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PAUL FRIESEN -- Winnipeg Sun

, Last Updated: 8:13 AM ET

It's Canada vs. the USA, a trip to the gold-medal game up for grabs, six time zones away.

Which makes today's semifinal at the World Junior Hockey Championship in Sweden a real challenge for the average working stiff in Winnipeg.

I mean, taking a 9 a.m. coffee break is one thing. But stretching it to three hours?

"The bad thing about it is we gotta run down to the cafeteria to watch," Team Canada fan David Sichewski was saying yesterday. "Most of our coffee breaks are centred around the games. We kind of scream out the score."

Sichewski works at the Maple Leaf Foods plant in St. Boniface, also known as the unofficial headquarters of the Darren Helm fan club.

Helm is the St. Andrews product who came out of nowhere to grab a Team Canada roster spot. His dad works at Maple Leaf, so the whole place is Canuck crazy.

Before Gary Helm went to Sweden to watch his son play, his co-workers presented him with a Team Canada jersey with his name on the back. If you're watching the game on TV and see a guy in the stands wearing No. 15, that's Helm.

"We told him he can't take it off until he gets back," Sichewski said. "We want some Helm DNA on that thing. We're expecting that jersey to come back to the plant with Darren's signature on it."

Of course, somebody's got to mind the store while dad's away, which brings us back to today's theme: how to get to a TV set while pretending to work.

Mrs. Helm plans to be at work in the kitchen of the Rivercrest Motor Hotel up in West St. Paul, which just so happens to be close to the bar, which just so happens to have a working television.

So anybody ordering room service at the Rivercrest today might want to wait until noon.

If Canada wins and her son winds up in Friday's gold medal game, all bets are off.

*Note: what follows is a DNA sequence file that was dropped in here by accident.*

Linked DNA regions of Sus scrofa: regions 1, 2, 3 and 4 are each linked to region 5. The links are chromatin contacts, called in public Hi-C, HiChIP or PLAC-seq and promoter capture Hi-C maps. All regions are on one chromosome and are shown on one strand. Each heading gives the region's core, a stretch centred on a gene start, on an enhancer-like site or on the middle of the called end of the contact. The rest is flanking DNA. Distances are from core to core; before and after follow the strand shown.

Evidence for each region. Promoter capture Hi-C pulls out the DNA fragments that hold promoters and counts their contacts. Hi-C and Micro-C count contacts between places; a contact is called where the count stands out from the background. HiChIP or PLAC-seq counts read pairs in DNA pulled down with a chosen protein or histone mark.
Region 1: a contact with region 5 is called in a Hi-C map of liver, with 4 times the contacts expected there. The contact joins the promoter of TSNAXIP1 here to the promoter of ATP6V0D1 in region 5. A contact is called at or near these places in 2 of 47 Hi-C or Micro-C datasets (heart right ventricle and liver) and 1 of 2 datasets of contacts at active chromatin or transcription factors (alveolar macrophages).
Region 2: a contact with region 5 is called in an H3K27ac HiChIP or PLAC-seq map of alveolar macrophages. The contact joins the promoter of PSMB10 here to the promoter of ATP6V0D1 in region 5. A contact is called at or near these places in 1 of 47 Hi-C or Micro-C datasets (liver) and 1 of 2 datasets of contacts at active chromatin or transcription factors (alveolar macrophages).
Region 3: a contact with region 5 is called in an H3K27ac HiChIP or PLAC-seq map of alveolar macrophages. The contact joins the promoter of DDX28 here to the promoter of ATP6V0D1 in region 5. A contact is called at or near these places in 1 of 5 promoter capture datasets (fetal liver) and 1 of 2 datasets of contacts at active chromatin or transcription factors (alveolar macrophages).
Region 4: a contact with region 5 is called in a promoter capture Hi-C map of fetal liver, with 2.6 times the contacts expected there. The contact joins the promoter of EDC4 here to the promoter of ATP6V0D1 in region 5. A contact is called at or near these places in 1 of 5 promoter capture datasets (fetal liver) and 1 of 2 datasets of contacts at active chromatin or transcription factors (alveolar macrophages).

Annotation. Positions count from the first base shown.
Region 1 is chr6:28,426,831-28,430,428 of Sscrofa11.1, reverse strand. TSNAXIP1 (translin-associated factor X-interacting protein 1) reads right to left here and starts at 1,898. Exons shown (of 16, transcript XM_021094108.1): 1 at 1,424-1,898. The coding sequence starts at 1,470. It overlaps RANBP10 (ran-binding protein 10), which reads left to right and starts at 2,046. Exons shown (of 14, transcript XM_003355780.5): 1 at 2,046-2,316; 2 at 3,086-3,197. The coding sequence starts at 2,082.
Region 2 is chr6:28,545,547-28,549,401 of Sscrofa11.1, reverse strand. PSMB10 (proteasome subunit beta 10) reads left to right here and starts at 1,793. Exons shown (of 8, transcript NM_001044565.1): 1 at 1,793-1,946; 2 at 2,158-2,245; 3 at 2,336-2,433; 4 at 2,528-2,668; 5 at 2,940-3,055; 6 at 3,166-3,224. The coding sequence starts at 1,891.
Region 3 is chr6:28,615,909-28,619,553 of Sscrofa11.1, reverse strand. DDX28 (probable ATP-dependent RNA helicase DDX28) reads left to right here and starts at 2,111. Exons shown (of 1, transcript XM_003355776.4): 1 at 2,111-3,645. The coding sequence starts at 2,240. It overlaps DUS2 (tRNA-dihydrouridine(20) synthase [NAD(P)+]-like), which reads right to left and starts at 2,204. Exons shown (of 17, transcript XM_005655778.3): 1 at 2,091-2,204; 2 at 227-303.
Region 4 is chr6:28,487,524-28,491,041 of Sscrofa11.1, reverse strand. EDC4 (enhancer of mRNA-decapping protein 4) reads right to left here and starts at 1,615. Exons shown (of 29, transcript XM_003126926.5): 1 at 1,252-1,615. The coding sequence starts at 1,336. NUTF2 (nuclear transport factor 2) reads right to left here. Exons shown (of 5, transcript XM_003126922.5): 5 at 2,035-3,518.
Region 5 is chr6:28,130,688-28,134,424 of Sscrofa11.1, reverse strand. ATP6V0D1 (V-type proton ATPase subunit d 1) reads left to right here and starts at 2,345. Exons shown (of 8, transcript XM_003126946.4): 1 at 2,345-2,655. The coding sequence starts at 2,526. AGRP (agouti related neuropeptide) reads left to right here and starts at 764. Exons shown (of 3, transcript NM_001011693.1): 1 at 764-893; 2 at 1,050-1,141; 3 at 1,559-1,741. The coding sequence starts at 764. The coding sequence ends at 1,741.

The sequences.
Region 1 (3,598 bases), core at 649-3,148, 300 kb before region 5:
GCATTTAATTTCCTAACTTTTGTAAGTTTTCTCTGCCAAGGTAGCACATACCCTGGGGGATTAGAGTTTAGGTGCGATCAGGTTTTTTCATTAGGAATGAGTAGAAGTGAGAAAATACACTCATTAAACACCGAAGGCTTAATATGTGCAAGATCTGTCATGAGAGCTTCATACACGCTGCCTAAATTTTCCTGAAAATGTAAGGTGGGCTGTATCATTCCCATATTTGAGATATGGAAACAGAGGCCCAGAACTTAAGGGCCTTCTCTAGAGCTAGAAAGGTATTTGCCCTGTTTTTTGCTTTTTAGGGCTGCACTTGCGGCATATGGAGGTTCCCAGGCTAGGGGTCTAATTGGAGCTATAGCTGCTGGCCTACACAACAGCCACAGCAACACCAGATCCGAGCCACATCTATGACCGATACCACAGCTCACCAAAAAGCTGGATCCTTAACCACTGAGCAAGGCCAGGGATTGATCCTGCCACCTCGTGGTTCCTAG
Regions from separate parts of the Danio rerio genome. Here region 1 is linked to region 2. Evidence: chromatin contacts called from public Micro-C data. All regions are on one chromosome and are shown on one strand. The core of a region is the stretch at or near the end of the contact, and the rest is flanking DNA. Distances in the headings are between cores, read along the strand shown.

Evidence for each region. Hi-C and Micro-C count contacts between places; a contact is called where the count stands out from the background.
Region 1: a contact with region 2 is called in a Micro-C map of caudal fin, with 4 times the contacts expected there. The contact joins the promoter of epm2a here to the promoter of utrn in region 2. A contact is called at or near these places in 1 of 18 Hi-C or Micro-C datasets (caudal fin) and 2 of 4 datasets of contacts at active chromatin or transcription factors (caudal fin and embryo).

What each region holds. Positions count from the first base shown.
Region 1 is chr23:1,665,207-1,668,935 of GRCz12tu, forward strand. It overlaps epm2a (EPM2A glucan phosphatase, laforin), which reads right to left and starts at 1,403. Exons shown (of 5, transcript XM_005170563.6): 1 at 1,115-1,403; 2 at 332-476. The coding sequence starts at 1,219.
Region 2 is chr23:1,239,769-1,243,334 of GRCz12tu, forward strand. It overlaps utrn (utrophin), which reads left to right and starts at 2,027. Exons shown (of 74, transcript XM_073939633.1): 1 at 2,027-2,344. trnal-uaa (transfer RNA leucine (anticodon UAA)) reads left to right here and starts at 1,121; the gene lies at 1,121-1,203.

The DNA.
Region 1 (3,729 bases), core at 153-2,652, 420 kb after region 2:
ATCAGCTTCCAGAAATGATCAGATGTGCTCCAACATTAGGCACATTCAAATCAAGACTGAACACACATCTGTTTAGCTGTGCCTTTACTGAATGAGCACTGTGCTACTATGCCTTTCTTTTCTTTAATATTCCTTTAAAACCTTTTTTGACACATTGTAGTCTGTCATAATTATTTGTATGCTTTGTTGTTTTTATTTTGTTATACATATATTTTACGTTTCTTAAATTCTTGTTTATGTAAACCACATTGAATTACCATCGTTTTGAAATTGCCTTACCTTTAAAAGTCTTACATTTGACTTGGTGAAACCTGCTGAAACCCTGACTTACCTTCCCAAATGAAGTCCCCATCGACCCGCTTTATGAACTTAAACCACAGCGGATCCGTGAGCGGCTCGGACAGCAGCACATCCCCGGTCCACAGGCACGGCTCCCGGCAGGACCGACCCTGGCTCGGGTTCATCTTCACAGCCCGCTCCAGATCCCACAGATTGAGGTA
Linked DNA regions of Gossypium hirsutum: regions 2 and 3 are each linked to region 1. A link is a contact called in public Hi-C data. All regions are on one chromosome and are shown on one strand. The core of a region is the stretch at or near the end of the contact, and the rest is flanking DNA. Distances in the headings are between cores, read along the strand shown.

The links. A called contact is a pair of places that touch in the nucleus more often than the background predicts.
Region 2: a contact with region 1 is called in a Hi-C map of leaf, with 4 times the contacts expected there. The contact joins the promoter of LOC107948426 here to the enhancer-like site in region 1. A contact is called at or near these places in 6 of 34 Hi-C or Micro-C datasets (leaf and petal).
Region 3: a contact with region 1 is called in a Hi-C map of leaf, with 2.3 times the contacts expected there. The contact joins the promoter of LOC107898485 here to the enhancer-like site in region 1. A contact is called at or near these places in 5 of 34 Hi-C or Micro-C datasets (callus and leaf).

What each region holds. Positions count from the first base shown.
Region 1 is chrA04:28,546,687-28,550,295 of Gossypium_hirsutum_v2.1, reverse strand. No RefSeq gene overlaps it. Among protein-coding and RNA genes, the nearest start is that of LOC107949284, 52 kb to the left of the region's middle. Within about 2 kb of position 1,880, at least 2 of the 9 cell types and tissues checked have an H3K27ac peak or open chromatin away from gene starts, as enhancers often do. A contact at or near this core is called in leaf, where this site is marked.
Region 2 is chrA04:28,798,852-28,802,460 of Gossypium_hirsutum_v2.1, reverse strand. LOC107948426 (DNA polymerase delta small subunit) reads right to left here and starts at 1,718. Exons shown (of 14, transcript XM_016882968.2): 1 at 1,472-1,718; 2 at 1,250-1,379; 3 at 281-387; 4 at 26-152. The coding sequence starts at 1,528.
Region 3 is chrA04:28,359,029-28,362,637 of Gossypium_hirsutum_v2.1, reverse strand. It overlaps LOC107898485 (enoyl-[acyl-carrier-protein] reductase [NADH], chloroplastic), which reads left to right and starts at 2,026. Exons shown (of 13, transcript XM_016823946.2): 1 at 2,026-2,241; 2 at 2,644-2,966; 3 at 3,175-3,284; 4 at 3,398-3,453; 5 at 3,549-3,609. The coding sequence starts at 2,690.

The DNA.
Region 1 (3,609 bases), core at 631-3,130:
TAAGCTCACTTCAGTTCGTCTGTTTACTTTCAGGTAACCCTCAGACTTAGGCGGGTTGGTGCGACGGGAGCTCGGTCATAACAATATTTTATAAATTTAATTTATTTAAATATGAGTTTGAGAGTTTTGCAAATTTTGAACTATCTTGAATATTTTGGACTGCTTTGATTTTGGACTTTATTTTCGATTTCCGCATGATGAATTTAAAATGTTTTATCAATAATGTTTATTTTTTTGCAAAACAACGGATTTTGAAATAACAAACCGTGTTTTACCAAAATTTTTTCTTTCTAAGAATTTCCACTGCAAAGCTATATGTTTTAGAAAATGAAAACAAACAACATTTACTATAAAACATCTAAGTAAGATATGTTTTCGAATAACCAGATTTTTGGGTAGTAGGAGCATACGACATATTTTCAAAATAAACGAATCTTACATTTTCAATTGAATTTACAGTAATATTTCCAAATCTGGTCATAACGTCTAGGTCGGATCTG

"I told them already, I'm not coming in," Coriene Helm said. "Uh-uh. This is more important than work."

The mother of Winnipegger Jonathan Toews thinks so, too.

Andree Gilbert is taking the morning to chew her fingernails off before reporting to her marketing job at the Caisse in St. Boniface.

And Friday?

"If I survive, I'll repeat the same thing," Gilbert said.

Today's semifinal matchup will be particularly trying for the Toews-Gilbert clan, since they're good friends with the families of a couple of U.S. players.

One, Kyle Okposo, is Jonathan's best friend from their days at Shattuck-St. Mary's, a high school/hockey factory in Minnesota.

Another, American captain Taylor Chorney, is roommates with Toews at the University of North Dakota.

Toews' dad, Brian, who's in Sweden, actually sat beside Chorney's dad during yesterday's U.S.-Finland quarter-final -- and made no bones about the fact he wanted the States to lose.

Friendship only goes so far, you see. The Yanks are considered a real threat to win the tournament. A sleeping giant that, after an 0-2 start, is wide awake.

"That's the last team I wanted to see again," Gilbert said. "I was hoping it would be Finland. I'll have to deal with that (today)."

She's also had to deal with the five-stitch cut her son picked up early in the tournament -- a souvenir she figures she'll remember every time she looks at her son's face.

Yesterday, Jonathan called home to ask his mom if there were any other souvenirs she'd like from Sweden.

Gilbert told him not to bother.

On second thought, maybe there was one, little thing ...

"Just bring the gold," Gilbert said, laughing.

Now that's a souvenir bound to make even the most demanding boss forget about a three-hour coffee break, don't you think?


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